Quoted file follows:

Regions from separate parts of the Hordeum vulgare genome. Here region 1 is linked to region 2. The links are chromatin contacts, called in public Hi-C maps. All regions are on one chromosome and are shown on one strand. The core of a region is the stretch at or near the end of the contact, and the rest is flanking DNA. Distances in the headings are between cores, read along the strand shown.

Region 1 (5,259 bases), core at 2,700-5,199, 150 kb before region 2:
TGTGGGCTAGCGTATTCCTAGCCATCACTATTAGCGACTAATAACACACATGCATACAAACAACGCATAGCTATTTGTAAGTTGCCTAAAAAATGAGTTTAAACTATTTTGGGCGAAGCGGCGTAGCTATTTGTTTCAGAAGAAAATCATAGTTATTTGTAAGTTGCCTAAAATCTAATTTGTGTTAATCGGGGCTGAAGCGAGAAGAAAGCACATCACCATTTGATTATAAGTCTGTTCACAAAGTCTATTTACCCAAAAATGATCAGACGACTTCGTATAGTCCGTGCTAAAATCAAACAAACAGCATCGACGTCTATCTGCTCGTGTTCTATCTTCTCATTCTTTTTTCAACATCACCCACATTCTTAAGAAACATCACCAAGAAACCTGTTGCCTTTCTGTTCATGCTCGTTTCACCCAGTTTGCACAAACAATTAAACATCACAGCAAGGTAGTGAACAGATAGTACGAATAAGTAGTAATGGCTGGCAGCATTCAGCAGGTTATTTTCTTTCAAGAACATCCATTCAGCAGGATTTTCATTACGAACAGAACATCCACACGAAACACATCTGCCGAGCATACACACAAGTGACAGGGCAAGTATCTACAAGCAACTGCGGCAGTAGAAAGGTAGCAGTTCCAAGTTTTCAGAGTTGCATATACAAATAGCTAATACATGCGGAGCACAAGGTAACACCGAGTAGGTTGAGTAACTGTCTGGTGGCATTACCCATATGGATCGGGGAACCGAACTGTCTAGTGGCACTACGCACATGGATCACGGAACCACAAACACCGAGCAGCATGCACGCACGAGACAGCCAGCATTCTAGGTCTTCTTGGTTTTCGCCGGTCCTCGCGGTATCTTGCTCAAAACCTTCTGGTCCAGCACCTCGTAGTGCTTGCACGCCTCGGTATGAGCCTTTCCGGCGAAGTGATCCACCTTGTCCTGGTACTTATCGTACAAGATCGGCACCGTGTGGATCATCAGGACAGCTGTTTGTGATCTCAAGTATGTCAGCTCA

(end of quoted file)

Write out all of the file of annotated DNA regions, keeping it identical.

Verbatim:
Regions from separate parts of the Hordeum vulgare genome. Here region 1 is linked to region 2. The links are chromatin contacts, called in public Hi-C maps. All regions are on one chromosome and are shown on one strand. The core of a region is the stretch at or near the end of the contact, and the rest is flanking DNA. Distances in the headings are between cores, read along the strand shown.

Region 1 (5,259 bases), core at 2,700-5,199, 150 kb before region 2:
TGTGGGCTAGCGTATTCCTAGCCATCACTATTAGCGACTAATAACACACATGCATACAAACAACGCATAGCTATTTGTAAGTTGCCTAAAAAATGAGTTTAAACTATTTTGGGCGAAGCGGCGTAGCTATTTGTTTCAGAAGAAAATCATAGTTATTTGTAAGTTGCCTAAAATCTAATTTGTGTTAATCGGGGCTGAAGCGAGAAGAAAGCACATCACCATTTGATTATAAGTCTGTTCACAAAGTCTATTTACCCAAAAATGATCAGACGACTTCGTATAGTCCGTGCTAAAATCAAACAAACAGCATCGACGTCTATCTGCTCGTGTTCTATCTTCTCATTCTTTTTTCAACATCACCCACATTCTTAAGAAACATCACCAAGAAACCTGTTGCCTTTCTGTTCATGCTCGTTTCACCCAGTTTGCACAAACAATTAAACATCACAGCAAGGTAGTGAACAGATAGTACGAATAAGTAGTAATGGCTGGCAGCATTCAGCAGGTTATTTTCTTTCAAGAACATCCATTCAGCAGGATTTTCATTACGAACAGAACATCCACACGAAACACATCTGCCGAGCATACACACAAGTGACAGGGCAAGTATCTACAAGCAACTGCGGCAGTAGAAAGGTAGCAGTTCCAAGTTTTCAGAGTTGCATATACAAATAGCTAATACATGCGGAGCACAAGGTAACACCGAGTAGGTTGAGTAACTGTCTGGTGGCATTACCCATATGGATCGGGGAACCGAACTGTCTAGTGGCACTACGCACATGGATCACGGAACCACAAACACCGAGCAGCATGCACGCACGAGACAGCCAGCATTCTAGGTCTTCTTGGTTTTCGCCGGTCCTCGCGGTATCTTGCTCAAAACCTTCTGGTCCAGCACCTCGTAGTGCTTGCACGCCTCGGTATGAGCCTTTCCGGCGAAGTGATCCACCTTGTCCTGGTACTTATCGTACAAGATCGGCACCGTGTGGATCATCAGGACAGCTGTTTGTGATCTCAAGTATGTCAGCTCA